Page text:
Recent volatility in the prices paid to coffee farmers for green coffee has prompted responses from both Mexican smallholders and state institutions. Based on ethnographic data collected in central Veracruz, this paper investigates the simultaneous interaction of state institutions and coffee farmers in mediating the commodity crisis. We argue that the state's mode of planning in the coffee sector policy is based on strict neoliberal definitions of farmer 'viability' and market efficiency and results in significant flaws in state-led development projects. Six responses to low coffee prices - both within and independent from the context of state intervention - are discussed in great detail to show that, for now, autonomous responses initiated by coffee producers appear to be more 'viable' livelihood strategies than the state-engineered solutions being promoted in the region.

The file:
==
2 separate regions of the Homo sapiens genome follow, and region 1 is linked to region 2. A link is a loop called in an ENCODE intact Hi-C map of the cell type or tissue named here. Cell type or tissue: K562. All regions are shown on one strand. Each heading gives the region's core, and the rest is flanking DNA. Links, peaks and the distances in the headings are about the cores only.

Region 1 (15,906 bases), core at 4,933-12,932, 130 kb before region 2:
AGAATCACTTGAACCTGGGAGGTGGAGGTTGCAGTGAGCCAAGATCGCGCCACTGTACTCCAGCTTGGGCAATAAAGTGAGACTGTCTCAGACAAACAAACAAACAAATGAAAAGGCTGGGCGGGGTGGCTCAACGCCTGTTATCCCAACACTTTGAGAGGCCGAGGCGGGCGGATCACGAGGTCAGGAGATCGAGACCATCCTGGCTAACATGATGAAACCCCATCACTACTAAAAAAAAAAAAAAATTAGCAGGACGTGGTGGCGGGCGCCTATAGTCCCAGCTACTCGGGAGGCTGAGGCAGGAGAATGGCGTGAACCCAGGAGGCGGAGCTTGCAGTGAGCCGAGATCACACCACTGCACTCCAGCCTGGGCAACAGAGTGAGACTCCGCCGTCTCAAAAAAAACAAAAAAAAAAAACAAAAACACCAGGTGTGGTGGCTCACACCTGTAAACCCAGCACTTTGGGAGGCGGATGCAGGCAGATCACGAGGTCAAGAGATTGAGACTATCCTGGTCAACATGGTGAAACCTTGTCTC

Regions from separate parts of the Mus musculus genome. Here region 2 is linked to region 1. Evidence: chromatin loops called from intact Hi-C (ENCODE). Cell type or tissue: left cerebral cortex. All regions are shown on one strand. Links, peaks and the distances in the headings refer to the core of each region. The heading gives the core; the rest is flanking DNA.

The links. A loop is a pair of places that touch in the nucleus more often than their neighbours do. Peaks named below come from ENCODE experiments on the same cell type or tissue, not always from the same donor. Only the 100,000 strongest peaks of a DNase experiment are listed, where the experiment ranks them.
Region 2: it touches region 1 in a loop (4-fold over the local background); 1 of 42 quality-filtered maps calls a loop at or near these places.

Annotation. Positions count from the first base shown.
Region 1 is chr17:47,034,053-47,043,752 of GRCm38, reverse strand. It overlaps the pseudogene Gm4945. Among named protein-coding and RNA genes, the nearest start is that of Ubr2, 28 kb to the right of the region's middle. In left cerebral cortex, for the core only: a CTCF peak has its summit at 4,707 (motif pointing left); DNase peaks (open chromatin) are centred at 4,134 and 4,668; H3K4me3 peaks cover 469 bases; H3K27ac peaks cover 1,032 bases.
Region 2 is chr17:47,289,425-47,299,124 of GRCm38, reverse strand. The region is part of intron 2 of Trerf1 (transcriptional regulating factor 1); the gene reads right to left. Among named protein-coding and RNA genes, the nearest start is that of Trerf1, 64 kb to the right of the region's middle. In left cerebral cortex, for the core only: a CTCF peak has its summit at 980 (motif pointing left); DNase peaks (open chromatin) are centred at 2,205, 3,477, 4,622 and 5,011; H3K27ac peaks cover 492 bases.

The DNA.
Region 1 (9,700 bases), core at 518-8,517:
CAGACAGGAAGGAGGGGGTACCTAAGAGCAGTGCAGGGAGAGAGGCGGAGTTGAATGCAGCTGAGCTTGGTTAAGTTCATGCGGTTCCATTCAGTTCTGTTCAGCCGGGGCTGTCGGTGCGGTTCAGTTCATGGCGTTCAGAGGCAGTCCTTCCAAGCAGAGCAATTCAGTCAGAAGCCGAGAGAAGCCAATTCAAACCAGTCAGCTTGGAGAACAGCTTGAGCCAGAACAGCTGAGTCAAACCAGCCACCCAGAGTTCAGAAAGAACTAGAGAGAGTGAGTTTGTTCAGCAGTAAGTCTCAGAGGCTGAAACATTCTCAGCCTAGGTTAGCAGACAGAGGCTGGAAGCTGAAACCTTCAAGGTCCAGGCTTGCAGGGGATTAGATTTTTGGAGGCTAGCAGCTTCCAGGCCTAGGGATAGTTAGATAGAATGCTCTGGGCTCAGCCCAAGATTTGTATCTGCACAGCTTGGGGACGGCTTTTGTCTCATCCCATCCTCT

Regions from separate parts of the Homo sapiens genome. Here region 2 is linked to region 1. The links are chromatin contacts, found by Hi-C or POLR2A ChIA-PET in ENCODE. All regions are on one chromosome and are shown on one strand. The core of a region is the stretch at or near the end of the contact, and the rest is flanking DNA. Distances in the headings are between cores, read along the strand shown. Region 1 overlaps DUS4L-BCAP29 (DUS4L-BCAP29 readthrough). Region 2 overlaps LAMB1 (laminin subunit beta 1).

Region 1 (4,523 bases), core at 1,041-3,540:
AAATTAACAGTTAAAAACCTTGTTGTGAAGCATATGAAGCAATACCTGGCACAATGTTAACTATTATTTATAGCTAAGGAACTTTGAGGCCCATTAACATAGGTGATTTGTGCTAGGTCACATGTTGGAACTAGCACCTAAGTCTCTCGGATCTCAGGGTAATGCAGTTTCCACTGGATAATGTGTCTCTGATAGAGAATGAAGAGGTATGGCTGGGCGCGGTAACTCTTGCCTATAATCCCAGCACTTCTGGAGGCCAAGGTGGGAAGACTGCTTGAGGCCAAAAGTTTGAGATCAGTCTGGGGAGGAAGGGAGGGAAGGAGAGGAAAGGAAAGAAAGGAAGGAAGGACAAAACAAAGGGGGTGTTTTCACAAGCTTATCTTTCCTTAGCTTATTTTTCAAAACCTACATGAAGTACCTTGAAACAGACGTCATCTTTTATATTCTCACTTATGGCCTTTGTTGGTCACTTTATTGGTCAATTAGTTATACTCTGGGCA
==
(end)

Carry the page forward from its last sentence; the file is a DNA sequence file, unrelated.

All Science Journal Classification (ASJC) codes
- Geography, Planning and Development
- Earth-Surface Processes
- Rural livelihoods